Report: Sex offense 'loophole' exposed by Schneider case exists nationwide
As legislators work to address what many are calling a "loophole" in Alaska's sexual offense laws, a non-partisan report suggests there isn't an existing U.S. model for the type of change they're proposing — Alaska could be creating a prototype.
Following the initial report on Justin Schneider's now notorious no-jail plea deal, Gov. Bill Walker called for a change to Alaska law. Schneider strangled a woman unconscious and masturbated on her, but was never charged with sexual assault because Alaska law does not consider unwanted contact with semen a sexual offense.
Tuesday, Rep. Matt Claman, an Anchorage Democrat, announced plans to pre-file a bill that would add non-consensual contact with semen as a felony sex offense in Alaska.
"I think there's general recognition that there's a loophole, and I think there's general recognition that we need to close the loophole," he said.
Claman also released a public report by Legislative Research Services that details how the offense of unwanted contact with semen is addressed by state laws across the nation.
"We wanted to find out, is this just a problem in Alaska? Or is this something that if you went to any of the 50 states you'd discover the same concerns are there," Claman said.
The report reads:
"In our review of statues and case law in all 50 states, we could not identify any state where ejaculation onto another person—without any direct bodily contact with that person—is formally regarded as an offense of sexual assault against an adult, nor could we identify a case in which such an action—alone—was sufficient to constitute the formal offense of sexual assault against an adult at trial."
"I think I said to my staff, 'I bet if we get research, we're going to discover two or three or four states actually address this and the rest of the states have never looked at it.' I was really surprised to get the research that said all 50 states have the same loophole," Claman said.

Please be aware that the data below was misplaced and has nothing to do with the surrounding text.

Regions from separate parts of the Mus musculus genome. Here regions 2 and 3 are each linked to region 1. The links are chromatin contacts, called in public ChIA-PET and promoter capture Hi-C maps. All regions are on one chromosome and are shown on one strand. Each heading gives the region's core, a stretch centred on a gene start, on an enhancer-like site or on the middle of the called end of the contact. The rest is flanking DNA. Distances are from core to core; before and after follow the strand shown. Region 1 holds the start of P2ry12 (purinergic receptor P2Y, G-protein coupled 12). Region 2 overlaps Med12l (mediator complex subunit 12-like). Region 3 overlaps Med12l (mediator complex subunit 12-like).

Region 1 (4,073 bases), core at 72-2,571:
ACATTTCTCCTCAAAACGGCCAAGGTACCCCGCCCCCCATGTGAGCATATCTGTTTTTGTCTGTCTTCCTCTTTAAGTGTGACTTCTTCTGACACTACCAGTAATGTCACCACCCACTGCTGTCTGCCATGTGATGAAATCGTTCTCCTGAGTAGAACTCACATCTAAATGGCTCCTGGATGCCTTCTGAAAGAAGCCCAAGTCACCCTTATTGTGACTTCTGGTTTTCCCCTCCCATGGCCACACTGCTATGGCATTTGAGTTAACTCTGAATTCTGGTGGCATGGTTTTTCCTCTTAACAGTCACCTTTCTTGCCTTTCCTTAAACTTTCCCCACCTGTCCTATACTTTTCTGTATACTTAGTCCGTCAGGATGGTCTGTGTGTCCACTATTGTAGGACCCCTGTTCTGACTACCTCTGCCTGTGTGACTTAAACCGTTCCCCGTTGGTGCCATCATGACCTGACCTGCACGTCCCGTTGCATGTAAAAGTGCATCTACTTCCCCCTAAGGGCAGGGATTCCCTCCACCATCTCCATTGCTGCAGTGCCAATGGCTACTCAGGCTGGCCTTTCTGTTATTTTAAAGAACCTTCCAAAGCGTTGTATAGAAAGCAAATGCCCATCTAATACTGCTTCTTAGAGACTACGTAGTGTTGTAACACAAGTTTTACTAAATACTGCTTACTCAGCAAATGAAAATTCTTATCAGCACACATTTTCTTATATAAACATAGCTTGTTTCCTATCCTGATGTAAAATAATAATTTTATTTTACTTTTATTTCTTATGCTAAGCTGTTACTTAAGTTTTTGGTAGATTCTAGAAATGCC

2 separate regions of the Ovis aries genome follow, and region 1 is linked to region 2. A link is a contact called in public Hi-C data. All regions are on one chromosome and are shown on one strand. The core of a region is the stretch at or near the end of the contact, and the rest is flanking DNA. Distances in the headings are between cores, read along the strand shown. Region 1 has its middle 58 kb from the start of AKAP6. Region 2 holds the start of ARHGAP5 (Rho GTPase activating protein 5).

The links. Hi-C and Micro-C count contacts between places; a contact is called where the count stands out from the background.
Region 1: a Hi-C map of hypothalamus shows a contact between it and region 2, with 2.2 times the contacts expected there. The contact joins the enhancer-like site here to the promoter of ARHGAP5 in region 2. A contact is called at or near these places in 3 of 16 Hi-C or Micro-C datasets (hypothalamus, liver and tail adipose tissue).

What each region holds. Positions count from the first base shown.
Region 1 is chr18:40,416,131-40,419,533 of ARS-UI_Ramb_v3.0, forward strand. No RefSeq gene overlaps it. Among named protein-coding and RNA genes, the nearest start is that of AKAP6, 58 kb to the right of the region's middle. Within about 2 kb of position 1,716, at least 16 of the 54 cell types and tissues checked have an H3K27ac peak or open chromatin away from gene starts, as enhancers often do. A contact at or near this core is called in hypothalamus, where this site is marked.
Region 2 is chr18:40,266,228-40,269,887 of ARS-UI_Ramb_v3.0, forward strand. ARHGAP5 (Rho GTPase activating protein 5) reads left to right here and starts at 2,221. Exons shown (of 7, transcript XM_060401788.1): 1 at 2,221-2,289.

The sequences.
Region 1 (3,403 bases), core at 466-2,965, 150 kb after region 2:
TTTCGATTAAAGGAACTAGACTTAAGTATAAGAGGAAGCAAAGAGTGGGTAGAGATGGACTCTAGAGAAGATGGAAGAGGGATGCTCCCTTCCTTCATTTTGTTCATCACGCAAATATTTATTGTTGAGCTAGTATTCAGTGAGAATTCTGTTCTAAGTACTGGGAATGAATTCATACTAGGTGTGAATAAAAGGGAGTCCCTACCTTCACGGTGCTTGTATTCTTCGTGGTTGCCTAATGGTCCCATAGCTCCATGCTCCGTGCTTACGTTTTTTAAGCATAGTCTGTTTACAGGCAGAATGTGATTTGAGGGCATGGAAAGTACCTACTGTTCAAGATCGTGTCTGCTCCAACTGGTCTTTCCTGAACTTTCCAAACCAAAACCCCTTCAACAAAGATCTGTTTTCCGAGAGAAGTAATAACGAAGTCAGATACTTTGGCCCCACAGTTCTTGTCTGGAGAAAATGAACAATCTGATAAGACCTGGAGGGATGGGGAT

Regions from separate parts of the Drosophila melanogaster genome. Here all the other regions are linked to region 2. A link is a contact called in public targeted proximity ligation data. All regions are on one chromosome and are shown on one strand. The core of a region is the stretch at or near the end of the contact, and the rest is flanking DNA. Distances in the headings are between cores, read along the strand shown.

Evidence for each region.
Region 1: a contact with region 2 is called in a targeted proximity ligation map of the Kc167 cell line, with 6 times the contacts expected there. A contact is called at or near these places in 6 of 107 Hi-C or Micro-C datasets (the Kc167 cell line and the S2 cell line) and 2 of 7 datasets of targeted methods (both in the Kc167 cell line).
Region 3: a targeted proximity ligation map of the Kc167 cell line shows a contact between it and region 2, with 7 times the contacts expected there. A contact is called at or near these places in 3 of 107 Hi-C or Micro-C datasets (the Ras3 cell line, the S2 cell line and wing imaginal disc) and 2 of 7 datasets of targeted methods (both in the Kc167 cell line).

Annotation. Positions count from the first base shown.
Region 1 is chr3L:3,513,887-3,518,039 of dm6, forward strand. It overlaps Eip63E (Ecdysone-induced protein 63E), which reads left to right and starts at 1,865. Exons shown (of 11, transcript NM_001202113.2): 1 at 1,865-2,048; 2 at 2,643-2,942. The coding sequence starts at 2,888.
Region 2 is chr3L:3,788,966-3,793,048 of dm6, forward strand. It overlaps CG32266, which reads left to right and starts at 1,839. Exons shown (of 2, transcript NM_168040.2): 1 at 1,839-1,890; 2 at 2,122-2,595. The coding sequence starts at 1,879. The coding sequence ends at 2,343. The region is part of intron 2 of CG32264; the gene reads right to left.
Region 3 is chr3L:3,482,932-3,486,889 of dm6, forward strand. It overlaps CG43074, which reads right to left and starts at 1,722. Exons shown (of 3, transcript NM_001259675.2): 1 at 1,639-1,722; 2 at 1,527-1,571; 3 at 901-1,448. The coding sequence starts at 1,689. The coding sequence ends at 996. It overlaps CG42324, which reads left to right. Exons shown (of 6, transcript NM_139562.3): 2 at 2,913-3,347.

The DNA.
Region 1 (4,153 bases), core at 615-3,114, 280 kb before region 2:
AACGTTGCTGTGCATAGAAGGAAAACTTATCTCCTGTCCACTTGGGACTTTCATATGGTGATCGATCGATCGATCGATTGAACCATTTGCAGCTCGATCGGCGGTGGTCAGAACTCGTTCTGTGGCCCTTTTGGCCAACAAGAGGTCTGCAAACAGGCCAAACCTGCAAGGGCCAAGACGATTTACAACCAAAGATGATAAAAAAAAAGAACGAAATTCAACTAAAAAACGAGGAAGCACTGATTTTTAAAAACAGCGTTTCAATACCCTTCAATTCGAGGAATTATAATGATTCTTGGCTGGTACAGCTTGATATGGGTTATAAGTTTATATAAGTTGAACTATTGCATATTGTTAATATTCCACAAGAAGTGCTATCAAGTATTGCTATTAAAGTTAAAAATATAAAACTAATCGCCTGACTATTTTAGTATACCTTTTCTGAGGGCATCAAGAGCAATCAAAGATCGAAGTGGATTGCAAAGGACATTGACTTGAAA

There are outliers. The report found that in North Carolina ejaculating on someone is considered sexual battery, a misdemeanor crime. And in Oregon, the same act falls under a misdemeanor sexual abuse charge if done "for the purpose of arousing or gratifying the sexual desire." The report also notes that "the emission of ejaculate by the actor upon any part of the victim, clothed or unclothed," is included in the state of New York's definition of sexual contact.
The statute closest to the one Claman is proposing is found in the laws of another country. According to the report, "Despite the lack of examples in the United States, at least one other country—Scotland—regards the offense of sexual assault as being committed by a person who 'intentionally or recklessly ejaculates' onto another person without consent or reasonable belief of consent."
The statute dealing with unwanted contact with semen in Alaska is harassment in the first degree. It's typically used for cases in which inmates throw fluids or human waste at corrections officers and encompasses offensive contact with: human or animal blood, mucus, saliva, semen, urine, vomit and feces.
Longtime Alaska defense attorney Rex Butler said making changes to that law could be more complicated than it seems.
"When you start looking at this exchange of fluids, it's just not cut and dry that it automatically should be a sex crime," he explained, "Because then the question becomes, if somebody pees on you, is that a sex crime?"
While there is much lawmakers have to consider, Claman says he's confident addressing the so-called loophole is an effort that will receive bipartisan support.
Sen.-elect Scott Kawasaki, D-Fairbanks, is also pre-filing legislation that would make unwanted contact with semen a sexual offense.
He released a working draft of the bill Tuesday.
While Republican Gov.-elect Mike Dunleavy's transition team spokesperson has said it's too early to say what specific fix he will support, she said addressing the loophole is one of his public safety priorities for the upcoming legislative session.
A grassroots movement formed almost immediately following news of Schneider's plea deal and successfully pushed to oust the judge who presided over the case. Now, the campaign is meeting with lawmakers and planning trips to Juneau to lobby for the change Claman and Kawasaki are proposing, in addition to other objectives.
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COMPREHENSIVE COVERAGE OF THE SCHNEIDER CASE: